Friday, July 25, 2008

Reality Check

(Cross-posted from Lotus - Surviving a Dark Time.)

Okay, kiddies, it's time to set the Wayback Machine for January 2007. What was the purpose of The Surge(reg.)(c)(pat.pend.)?

While you're thinking about that, check of this from ABC News for Wednesday:

Iraq's presidential council on Wednesday rejected a draft provincial elections law and sent it back to parliament for reworking - a major blow to U.S. hopes that the vote can be held this year.

The decision was likely to delay the elections until next year because there would not be sufficient time to make the necessary preparations.
The law was pushed through Parliament the day before in the face of a walkout by Kurdish members angered over the imposition of a secret ballot on a provision for ethnic power-sharing in the disputed city of Kirkuk.

The rejection of the method was echoed by Deputy parliament speaker Khalid al-Attiyah, a Shiite, who called the secret ballot unconstitutional and accused lawmakers of "arm-twisting," saying it is "foolish and absurd to pass a law that has been rejected by an entire bloc."

Iraqi laws must be ratified by the presidential council, which by Iraq's constitution consists of one Shiite, one Sunni, and one Kurd. President Jalal Talabani, a Kurd, and Vice President Adel Abdul-Mahdi, a Shiite, rejected the election plan. Sunni Vice President Tariq al-Hashemi was out of the country.

The issue of Kirkuk is a very sensitive one for the Kurds. It is now a multi-ethnic city but Kurds have long considered it part of their historical land - and as a center of Iraq's oil industry, control of it carries economic and political clout as well. Article 140 of the Constitution says the status of the city is to be decided by a referendum which was supposed to have taken place by the end of 2007. So I suppose it's easy to understand the Kurds' frustration at not only not having a referendum but by the attempt to have the matter decided by what amounts to unconstitutional parliamentary fiat, frustration which they made clear:
"We declare that the Kurdistan region is not bound by the results of this unconstitutional process," the Kurdish Regional Government, which oversees the three provinces in its semiautonomous territory, said in a statement.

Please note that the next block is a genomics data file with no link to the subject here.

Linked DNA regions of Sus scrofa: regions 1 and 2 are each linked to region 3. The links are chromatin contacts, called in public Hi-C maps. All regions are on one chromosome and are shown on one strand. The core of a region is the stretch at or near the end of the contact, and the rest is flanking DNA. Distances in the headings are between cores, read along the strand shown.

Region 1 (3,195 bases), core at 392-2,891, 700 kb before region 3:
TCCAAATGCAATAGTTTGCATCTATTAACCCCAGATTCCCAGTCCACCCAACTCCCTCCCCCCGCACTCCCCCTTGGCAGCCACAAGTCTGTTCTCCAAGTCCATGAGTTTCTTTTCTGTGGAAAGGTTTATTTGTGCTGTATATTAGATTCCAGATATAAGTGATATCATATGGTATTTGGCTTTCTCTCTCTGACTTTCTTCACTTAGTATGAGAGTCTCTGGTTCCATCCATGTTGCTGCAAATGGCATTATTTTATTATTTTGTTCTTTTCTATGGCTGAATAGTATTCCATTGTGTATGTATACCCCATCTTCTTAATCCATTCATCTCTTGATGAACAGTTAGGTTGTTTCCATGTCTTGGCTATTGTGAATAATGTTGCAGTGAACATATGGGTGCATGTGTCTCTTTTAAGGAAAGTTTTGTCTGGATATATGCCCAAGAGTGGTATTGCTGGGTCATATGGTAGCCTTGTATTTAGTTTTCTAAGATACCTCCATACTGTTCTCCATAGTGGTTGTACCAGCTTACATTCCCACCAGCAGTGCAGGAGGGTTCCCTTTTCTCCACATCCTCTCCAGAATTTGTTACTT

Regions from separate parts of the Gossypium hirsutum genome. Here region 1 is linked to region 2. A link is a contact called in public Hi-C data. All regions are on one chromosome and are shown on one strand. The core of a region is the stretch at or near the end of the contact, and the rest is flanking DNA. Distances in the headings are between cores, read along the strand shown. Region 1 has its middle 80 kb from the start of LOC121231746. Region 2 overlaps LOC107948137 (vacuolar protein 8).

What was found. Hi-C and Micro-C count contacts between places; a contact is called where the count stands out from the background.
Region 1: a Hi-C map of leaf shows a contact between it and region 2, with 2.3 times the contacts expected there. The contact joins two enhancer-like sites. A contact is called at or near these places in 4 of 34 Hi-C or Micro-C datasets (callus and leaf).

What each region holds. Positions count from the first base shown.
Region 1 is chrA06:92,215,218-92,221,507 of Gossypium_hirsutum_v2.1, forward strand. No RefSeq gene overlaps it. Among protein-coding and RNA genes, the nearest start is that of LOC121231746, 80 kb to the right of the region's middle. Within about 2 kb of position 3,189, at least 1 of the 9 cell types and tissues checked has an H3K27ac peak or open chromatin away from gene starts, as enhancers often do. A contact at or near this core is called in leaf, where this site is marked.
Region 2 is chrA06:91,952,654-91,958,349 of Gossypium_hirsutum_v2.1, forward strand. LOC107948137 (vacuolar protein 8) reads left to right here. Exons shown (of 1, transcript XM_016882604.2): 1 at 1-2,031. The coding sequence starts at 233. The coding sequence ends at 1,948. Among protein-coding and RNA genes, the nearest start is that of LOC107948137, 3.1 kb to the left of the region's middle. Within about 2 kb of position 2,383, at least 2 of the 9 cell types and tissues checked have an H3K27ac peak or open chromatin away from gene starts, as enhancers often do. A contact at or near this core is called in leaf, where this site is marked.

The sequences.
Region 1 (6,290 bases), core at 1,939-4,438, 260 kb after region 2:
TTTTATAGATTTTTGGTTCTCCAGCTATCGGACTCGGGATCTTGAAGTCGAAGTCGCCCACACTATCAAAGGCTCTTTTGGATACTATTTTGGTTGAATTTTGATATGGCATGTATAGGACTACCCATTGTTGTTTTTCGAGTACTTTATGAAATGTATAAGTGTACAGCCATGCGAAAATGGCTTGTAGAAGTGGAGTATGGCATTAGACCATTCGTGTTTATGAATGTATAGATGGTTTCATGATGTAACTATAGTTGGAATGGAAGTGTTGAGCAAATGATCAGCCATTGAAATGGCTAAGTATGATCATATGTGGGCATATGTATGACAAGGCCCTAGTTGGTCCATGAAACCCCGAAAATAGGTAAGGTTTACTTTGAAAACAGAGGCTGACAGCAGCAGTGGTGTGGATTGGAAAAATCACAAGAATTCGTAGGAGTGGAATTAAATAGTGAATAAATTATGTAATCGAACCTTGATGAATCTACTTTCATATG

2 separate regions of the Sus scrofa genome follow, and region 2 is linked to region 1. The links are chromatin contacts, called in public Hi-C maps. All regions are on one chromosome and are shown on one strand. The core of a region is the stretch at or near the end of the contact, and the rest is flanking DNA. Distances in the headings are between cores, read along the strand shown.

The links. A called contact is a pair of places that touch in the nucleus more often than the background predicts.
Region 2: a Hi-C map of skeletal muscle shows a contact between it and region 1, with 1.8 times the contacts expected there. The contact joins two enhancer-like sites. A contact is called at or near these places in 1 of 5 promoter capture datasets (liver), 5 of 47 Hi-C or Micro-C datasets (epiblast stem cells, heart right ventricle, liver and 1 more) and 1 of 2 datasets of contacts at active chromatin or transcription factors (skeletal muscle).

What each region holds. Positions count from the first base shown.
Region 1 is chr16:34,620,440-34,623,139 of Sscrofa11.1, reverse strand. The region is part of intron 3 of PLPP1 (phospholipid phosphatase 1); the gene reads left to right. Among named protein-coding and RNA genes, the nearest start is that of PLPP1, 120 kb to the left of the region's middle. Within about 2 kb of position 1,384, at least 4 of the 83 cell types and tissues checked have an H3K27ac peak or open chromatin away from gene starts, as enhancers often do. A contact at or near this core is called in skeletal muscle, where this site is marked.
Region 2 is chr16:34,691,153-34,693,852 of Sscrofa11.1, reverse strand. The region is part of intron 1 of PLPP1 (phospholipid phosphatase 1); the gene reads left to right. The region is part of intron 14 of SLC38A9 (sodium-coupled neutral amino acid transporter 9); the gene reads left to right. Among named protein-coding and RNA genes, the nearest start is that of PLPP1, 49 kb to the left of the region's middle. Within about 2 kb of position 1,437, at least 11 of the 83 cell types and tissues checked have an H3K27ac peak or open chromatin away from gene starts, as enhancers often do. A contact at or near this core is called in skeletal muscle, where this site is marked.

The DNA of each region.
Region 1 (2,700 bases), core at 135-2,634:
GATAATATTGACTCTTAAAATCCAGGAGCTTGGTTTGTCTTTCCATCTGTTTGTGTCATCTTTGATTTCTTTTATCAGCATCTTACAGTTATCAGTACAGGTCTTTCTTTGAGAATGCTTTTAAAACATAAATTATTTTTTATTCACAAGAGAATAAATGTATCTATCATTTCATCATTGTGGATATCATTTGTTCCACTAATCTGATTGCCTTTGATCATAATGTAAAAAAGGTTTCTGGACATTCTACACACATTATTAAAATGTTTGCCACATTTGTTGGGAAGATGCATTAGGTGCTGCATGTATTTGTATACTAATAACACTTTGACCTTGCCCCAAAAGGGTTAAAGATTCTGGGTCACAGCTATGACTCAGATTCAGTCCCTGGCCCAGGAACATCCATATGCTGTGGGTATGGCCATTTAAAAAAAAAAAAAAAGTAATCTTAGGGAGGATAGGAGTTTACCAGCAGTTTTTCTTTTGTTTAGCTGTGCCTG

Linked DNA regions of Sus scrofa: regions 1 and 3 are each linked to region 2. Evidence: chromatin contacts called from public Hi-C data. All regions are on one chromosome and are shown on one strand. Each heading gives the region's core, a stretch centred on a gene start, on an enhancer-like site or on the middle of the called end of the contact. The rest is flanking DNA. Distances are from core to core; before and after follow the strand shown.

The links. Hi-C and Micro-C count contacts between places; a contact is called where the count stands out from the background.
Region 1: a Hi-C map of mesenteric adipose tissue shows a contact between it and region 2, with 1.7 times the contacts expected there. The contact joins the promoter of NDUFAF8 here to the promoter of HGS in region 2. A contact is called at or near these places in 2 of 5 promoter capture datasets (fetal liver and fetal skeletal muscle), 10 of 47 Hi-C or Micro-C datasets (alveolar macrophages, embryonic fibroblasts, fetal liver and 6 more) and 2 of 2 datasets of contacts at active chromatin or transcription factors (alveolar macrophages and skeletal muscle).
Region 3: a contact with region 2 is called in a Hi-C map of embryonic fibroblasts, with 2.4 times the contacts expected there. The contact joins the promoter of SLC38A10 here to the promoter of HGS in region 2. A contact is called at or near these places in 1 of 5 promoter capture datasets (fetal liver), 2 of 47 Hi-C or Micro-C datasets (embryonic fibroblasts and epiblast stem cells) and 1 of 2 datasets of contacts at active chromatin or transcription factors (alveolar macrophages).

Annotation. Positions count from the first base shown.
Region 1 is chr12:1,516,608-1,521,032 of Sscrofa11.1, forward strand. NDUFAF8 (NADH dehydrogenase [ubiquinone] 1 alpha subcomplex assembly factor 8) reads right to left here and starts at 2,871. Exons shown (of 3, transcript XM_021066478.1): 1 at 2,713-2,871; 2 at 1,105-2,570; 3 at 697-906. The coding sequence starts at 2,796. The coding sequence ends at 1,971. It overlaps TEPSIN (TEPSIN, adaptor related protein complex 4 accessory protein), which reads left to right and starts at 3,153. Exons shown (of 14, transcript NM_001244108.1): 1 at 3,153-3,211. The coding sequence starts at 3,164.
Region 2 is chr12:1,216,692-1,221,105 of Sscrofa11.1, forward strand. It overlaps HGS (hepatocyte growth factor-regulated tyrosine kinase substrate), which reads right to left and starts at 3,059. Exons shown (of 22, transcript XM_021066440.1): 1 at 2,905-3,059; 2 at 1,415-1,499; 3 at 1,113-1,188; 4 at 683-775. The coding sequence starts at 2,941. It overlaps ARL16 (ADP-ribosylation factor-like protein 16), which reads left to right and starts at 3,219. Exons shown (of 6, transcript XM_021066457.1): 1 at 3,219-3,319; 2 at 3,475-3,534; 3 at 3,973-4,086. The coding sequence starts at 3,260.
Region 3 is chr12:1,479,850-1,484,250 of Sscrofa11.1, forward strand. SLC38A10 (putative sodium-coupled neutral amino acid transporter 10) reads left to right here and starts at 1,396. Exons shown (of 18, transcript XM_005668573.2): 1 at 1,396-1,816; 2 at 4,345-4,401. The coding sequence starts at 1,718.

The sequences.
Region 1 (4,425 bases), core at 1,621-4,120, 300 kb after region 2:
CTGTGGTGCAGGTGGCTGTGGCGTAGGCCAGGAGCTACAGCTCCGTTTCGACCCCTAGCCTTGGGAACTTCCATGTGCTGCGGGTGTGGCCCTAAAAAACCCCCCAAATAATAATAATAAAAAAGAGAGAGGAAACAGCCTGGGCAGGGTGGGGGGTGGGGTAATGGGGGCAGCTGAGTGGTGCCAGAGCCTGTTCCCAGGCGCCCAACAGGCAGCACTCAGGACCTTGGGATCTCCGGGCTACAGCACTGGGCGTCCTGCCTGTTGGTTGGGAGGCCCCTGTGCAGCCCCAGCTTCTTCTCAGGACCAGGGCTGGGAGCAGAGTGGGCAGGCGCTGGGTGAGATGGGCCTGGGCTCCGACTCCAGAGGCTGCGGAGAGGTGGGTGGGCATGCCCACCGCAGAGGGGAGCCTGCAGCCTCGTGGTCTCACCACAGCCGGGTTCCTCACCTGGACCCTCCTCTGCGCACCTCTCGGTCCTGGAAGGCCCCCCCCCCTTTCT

I've discussed on more than one occasion how the area could be a flashpoint for ethnic conflict. Clearly, it remains such.

So in sum, the status of Kirkuk remains unresolved, the Kurds are walking out of parliamentary sessions, the process for regional elections is still deadlocked, and the Sunnis remain pretty much on the outside.

Now that you've had time to think about it, let's go back to the original question: What were we told was the purpose of The Surge(reg.)(c)(pat.pend.)? What's that? Did you say "to provide an opening for political reconciliation?" You are correct! Now for your bonus question: On its own terms, then, has The Surge(reg.)(c)(pat.pend.) worked? (Tick-tock, tick-tock....)

Footnote, Here's to Reconciliation Div.: The Iraqi Islamic Party, the largest Sunni party, has
denounced the shooting deaths of two relatives of a provincial governor Sunday during a U.S. raid north of Baghdad.

The U.S. military said two armed relatives of Salahuddin governor Hamad Hammoud were killed during a raid aimed at al-Qaida in Iraq elements in the city of Beiji. It said the slain men showed "hostile intent" and American troops fired in self-defense.
As they always do. But the IIP called the shootings unjustified and a "heinous crime" while denouncing what the group called "continued violations of the legal and judicial authority of the Iraqi government" by US forces.

Meanwhile, Middle East Online reports that in a separate incident, Iraqi police and US soldiers have given conflicting accounts of the shooting death of the son of the editor of a US-financed weekly paper.
"He lost control near the Bahrain bakery in southern Kirkuk... then they fired on him, killing him instantly," the police official said, adding that a friend riding next to [Arkan Ali al-]Nuaimi survived.

A US military spokesman, however, provided a different account of what appeared to be the same incident.

Major John Hall told AFP in an emailed response that a group of dismounted US soldiers was attacked with small arms fire from an approaching purple sedan.
And the soldiers fired, as they always do, in self-defense. As always.